“That was one that was in rhythm and it just went down,” Ennis said. “I haven’t played with these guys at all. We’re still meshing in and we’re going to get it.

“Last year we had a few growing pains and at the end of the year we got it right, and that can happen this year as well.”

After Dorsey’s free throw gave Oregon a 66-63 lead, the Broncos (3-3) had a chance for a tying shot, but Paris Austin lost possession on a baseline drive with 5 seconds left. Dillon Brooks sealed the win with two free throws.

Brooks, a preseason All-America selection, had five points and shot 1 of 9 in 21 minutes off the bench in his fourth game back from offseason foot surgery.

“He had a bad game,” Altman said. “He was trying too hard, going way too fast.”

Austin led Boise State with 16 points. Nick Duncan added 15 on five of the Broncos’ 11 3-pointers.

Altman thought his team was lucky to come back after Boise State built its big lead from beyond the arc.

“When a team hits more than 10 3s, you’re fortunate to win playing as poorly as we did,” he said.

The Ducks finished with 10 blocks and a 39-32 rebounding edge. Chris Boucher led the way with five blocks and eight rebounds.

BIG PICTURE

Boise State: The Broncos missed a shot at their fourth road win against a Top 25 opponent and third under seventh-year coach Leon Rice. Boise State beat unranked Oregon 74-72 last year in Boise.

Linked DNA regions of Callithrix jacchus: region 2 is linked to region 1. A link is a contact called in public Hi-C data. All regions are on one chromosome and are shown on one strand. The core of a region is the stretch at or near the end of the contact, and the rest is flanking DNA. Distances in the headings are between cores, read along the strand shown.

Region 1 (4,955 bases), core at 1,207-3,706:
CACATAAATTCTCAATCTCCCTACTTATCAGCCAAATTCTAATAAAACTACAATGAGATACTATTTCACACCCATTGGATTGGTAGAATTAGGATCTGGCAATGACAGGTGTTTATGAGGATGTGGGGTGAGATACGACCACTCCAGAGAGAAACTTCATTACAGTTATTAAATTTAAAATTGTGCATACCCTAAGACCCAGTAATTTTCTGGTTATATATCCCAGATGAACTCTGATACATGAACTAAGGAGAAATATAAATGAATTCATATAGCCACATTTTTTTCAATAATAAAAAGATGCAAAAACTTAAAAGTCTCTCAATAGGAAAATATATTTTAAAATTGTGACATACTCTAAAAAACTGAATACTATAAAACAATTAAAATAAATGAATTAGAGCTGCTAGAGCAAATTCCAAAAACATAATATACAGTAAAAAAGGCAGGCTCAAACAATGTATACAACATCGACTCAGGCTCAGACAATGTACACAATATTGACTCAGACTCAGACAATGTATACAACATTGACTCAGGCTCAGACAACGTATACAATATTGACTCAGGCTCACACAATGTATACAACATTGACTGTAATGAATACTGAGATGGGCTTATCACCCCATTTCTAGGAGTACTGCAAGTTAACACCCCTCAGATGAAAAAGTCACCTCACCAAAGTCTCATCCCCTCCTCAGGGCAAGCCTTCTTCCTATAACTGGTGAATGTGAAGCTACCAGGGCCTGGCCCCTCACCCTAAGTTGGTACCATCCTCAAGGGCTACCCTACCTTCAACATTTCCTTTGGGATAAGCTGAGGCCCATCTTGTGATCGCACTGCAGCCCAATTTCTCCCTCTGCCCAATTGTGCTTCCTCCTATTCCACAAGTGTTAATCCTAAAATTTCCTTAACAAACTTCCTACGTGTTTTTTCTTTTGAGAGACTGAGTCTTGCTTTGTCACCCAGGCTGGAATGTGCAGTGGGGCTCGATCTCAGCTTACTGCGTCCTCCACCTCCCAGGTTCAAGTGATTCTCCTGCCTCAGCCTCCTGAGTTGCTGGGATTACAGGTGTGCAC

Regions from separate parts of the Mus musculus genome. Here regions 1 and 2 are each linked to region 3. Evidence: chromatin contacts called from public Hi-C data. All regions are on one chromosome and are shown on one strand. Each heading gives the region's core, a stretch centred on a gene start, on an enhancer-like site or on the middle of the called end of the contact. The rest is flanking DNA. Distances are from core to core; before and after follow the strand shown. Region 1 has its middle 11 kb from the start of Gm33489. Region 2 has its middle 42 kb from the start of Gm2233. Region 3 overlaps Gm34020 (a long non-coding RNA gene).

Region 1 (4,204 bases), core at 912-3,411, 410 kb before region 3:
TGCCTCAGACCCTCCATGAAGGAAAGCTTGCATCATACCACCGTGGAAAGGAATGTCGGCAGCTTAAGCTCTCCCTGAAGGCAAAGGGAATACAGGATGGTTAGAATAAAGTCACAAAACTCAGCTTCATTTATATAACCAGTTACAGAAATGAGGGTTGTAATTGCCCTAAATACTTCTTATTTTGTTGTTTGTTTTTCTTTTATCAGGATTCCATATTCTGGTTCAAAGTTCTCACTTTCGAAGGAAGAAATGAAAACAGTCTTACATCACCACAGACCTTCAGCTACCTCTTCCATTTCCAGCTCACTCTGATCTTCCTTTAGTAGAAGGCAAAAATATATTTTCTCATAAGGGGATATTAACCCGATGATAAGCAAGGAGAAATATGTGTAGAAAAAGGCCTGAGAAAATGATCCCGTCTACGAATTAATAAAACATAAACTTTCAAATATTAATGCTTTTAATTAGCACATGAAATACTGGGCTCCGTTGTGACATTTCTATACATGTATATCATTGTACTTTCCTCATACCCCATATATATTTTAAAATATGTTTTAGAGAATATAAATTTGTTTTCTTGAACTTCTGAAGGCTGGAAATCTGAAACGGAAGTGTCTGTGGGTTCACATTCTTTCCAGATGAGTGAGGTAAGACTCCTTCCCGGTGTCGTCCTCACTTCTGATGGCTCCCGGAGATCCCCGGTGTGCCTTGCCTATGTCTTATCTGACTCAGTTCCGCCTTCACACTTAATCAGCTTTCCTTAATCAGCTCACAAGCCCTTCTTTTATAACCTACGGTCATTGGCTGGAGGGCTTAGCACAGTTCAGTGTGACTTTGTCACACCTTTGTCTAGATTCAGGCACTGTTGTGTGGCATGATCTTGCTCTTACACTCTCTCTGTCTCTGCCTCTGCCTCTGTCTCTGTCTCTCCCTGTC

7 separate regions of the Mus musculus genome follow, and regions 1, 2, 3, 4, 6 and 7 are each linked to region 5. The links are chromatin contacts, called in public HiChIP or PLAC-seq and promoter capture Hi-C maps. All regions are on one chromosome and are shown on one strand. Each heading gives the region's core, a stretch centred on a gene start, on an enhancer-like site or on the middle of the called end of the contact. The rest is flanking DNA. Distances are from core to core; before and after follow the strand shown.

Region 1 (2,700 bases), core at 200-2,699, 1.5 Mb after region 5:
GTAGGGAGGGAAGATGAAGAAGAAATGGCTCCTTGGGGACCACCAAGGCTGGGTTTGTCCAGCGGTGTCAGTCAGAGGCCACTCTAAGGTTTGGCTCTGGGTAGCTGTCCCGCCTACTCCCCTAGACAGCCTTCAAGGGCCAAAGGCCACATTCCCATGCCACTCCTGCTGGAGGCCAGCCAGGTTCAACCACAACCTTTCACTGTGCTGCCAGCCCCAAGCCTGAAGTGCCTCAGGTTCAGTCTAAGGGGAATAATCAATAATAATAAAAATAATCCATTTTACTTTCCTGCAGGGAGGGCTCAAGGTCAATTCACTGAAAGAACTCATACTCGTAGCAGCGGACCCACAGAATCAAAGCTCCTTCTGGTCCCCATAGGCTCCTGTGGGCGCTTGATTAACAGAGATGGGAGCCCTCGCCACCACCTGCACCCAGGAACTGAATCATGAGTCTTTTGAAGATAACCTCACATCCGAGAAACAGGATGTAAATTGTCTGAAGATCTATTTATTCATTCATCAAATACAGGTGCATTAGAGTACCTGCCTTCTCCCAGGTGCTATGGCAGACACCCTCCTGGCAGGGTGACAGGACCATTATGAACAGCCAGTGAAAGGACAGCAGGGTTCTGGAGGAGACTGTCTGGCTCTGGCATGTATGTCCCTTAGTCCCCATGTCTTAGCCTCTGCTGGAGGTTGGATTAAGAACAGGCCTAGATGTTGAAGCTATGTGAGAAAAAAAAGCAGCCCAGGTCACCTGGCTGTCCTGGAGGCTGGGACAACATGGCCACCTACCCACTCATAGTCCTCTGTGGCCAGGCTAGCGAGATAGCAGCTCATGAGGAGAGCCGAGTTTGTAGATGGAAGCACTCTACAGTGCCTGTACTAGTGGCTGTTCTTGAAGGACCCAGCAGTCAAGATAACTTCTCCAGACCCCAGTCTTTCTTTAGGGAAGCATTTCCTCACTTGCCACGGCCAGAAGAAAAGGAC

Oregon: The Ducks won’t leave the state for their next eight games to finish 2016, capped by visits from No. 11 UCLA and USC in late December to start Pac-12 play.

POLL IMPLICATIONS

Oregon, which has dropped 19 spots since reaching a school-best AP ranking of No. 4 two weeks ago, should bounce back in the poll with six more games against unranked teams to finish its nonconference schedule.

STAT OF THE NIGHT

Boise State had nine steals to Oregon’s three, a 15-9 edge in second-chance points and played the Ducks even on points in the paint at 20-20 – all of which left Altman shaking his head. “We got beat in every category,” he said.

ROLE PLAYER

Junior point guard Casey Benson, who is adapting to coming off the bench after starting the first four games and leading the nation in assist-to-turnover ratio last season, hit consecutive 3-pointers in the second half that helped spark Oregon’s comeback. “Those were two big shots,” Altman said. “We were stuck in the mud and couldn’t get anything going.”

UP NEXT

Boise State hosts SMU on Wednesday night before traveling to play Evansville as part of the Mountain West/Missouri Valley Challenge on Saturday.

Oregon hosts Western Oregon, which reached the NCAA Division II Final Four last year, on Wednesday night and then Savannah State on Saturday to continue a five-game homestand.

UConn drops to 2-4 with 79-69 loss to No. 13 Oregon

LAHAINA, HI - NOVEMBER 23: Jalen Adams #2 of the UConn Huskies reacts after having a foul called on him during the second half of the Maui Invitational NCAA college basketball game at the Lahaina Civic Center on November 23, 2016 in Lahaina, Hawaii. (Photo by Darryl Oumi/Getty Images)
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LAHAINA, Hawaii (AP) Chris Boucher scored 21 points, Tyler Dorsey added 19 and No. 13 Oregon beat Connecticut 79-69 on Wednesday in the fifth-place game of the Maui Invitational.

Oregon (4-2) lost its opener to Georgetown, but bounced back with an overtime victory over Tennessee on Dillon Brooks’ long 3-pointer. The Ducks wanted to get off to a fast start in their Maui finale and did just that, racing to a 15-point lead in the opening 4 1/2 minutes.